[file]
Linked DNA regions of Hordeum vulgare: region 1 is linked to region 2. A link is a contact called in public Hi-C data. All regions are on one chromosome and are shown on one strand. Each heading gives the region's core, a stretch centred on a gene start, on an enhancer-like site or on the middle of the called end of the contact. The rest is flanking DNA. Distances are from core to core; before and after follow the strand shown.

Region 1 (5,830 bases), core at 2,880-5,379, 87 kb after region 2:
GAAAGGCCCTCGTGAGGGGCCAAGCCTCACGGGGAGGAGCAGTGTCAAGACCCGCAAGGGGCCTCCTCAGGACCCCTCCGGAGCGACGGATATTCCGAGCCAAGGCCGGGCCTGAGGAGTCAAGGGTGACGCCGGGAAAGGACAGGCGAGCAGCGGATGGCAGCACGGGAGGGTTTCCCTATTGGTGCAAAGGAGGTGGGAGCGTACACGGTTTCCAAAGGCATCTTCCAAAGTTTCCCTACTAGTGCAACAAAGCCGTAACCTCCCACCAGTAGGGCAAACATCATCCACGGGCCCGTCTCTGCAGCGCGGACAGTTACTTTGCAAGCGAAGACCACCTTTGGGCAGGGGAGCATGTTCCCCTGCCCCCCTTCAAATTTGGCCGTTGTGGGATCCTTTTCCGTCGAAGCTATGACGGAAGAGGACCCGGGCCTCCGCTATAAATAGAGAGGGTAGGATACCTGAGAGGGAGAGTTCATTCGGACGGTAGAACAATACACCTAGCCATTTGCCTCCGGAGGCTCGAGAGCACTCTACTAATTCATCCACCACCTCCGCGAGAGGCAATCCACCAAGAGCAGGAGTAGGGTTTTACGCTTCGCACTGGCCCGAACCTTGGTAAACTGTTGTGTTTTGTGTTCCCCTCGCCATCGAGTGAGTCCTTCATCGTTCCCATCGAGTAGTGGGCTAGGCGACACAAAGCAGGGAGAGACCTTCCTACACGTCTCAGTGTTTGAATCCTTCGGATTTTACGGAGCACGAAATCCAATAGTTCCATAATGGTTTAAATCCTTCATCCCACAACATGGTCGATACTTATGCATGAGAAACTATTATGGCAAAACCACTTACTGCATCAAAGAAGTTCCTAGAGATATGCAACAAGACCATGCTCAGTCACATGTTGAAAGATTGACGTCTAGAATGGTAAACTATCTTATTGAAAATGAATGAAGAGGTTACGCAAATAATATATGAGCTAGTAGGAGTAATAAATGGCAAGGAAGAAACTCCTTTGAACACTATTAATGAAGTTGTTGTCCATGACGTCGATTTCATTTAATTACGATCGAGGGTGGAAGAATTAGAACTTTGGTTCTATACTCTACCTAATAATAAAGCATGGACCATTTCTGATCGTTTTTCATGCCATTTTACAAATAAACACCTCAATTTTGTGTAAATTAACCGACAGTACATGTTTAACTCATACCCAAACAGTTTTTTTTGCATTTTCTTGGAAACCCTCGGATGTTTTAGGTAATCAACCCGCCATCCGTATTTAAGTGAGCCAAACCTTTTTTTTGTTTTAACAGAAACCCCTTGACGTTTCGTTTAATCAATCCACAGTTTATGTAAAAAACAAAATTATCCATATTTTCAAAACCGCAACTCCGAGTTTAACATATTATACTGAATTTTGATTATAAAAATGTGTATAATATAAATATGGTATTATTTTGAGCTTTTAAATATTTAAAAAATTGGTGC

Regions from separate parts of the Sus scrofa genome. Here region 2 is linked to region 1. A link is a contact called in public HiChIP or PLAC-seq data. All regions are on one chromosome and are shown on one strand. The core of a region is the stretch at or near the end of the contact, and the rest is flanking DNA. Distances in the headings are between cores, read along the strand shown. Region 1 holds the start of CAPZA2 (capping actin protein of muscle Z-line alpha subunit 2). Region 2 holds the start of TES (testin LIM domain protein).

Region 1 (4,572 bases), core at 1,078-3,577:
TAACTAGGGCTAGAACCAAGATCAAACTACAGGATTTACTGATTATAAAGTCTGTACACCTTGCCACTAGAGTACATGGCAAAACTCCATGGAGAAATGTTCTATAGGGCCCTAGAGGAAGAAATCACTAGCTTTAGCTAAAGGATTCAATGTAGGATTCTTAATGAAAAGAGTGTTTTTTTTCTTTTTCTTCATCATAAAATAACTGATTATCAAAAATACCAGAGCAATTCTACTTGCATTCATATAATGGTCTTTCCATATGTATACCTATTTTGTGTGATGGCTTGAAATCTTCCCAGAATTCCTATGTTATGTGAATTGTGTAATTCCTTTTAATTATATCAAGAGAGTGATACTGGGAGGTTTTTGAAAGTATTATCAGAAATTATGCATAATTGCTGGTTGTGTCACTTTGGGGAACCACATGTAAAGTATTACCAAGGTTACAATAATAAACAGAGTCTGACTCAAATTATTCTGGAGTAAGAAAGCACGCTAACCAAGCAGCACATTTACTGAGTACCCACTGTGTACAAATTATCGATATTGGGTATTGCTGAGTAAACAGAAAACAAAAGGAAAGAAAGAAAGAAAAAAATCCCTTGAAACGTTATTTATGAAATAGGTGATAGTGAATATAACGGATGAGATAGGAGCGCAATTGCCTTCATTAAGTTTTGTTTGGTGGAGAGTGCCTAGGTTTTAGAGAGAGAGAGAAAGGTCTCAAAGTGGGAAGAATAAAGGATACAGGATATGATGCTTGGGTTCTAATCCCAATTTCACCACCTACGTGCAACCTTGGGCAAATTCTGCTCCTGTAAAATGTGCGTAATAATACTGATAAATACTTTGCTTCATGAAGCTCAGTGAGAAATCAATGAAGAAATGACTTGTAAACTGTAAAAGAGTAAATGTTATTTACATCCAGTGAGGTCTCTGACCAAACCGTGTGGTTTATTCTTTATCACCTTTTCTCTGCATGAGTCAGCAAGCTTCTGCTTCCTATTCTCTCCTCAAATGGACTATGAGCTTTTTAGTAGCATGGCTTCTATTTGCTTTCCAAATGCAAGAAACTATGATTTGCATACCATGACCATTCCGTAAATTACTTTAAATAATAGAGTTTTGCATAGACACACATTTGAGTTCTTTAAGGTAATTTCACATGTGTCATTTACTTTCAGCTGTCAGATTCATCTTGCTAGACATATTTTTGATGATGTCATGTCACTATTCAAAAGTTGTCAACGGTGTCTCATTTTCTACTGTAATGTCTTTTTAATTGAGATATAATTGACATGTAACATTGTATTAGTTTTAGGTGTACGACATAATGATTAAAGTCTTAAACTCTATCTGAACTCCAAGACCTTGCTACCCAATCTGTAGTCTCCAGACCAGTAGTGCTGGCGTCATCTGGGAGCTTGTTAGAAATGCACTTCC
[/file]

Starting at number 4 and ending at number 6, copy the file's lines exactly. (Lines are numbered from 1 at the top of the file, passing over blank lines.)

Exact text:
Regions from separate parts of the Sus scrofa genome. Here region 2 is linked to region 1. A link is a contact called in public HiChIP or PLAC-seq data. All regions are on one chromosome and are shown on one strand. The core of a region is the stretch at or near the end of the contact, and the rest is flanking DNA. Distances in the headings are between cores, read along the strand shown. Region 1 holds the start of CAPZA2 (capping actin protein of muscle Z-line alpha subunit 2). Region 2 holds the start of TES (testin LIM domain protein).

Region 1 (4,572 bases), core at 1,078-3,577:
TAACTAGGGCTAGAACCAAGATCAAACTACAGGATTTACTGATTATAAAGTCTGTACACCTTGCCACTAGAGTACATGGCAAAACTCCATGGAGAAATGTTCTATAGGGCCCTAGAGGAAGAAATCACTAGCTTTAGCTAAAGGATTCAATGTAGGATTCTTAATGAAAAGAGTGTTTTTTTTCTTTTTCTTCATCATAAAATAACTGATTATCAAAAATACCAGAGCAATTCTACTTGCATTCATATAATGGTCTTTCCATATGTATACCTATTTTGTGTGATGGCTTGAAATCTTCCCAGAATTCCTATGTTATGTGAATTGTGTAATTCCTTTTAATTATATCAAGAGAGTGATACTGGGAGGTTTTTGAAAGTATTATCAGAAATTATGCATAATTGCTGGTTGTGTCACTTTGGGGAACCACATGTAAAGTATTACCAAGGTTACAATAATAAACAGAGTCTGACTCAAATTATTCTGGAGTAAGAAAGCACGCTAACCAAGCAGCACATTTACTGAGTACCCACTGTGTACAAATTATCGATATTGGGTATTGCTGAGTAAACAGAAAACAAAAGGAAAGAAAGAAAGAAAAAAATCCCTTGAAACGTTATTTATGAAATAGGTGATAGTGAATATAACGGATGAGATAGGAGCGCAATTGCCTTCATTAAGTTTTGTTTGGTGGAGAGTGCCTAGGTTTTAGAGAGAGAGAGAAAGGTCTCAAAGTGGGAAGAATAAAGGATACAGGATATGATGCTTGGGTTCTAATCCCAATTTCACCACCTACGTGCAACCTTGGGCAAATTCTGCTCCTGTAAAATGTGCGTAATAATACTGATAAATACTTTGCTTCATGAAGCTCAGTGAGAAATCAATGAAGAAATGACTTGTAAACTGTAAAAGAGTAAATGTTATTTACATCCAGTGAGGTCTCTGACCAAACCGTGTGGTTTATTCTTTATCACCTTTTCTCTGCATGAGTCAGCAAGCTTCTGCTTCCTATTCTCTCCTCAAATGGACTATGAGCTTTTTAGTAGCATGGCTTCTATTTGCTTTCCAAATGCAAGAAACTATGATTTGCATACCATGACCATTCCGTAAATTACTTTAAATAATAGAGTTTTGCATAGACACACATTTGAGTTCTTTAAGGTAATTTCACATGTGTCATTTACTTTCAGCTGTCAGATTCATCTTGCTAGACATATTTTTGATGATGTCATGTCACTATTCAAAAGTTGTCAACGGTGTCTCATTTTCTACTGTAATGTCTTTTTAATTGAGATATAATTGACATGTAACATTGTATTAGTTTTAGGTGTACGACATAATGATTAAAGTCTTAAACTCTATCTGAACTCCAAGACCTTGCTACCCAATCTGTAGTCTCCAGACCAGTAGTGCTGGCGTCATCTGGGAGCTTGTTAGAAATGCACTTCC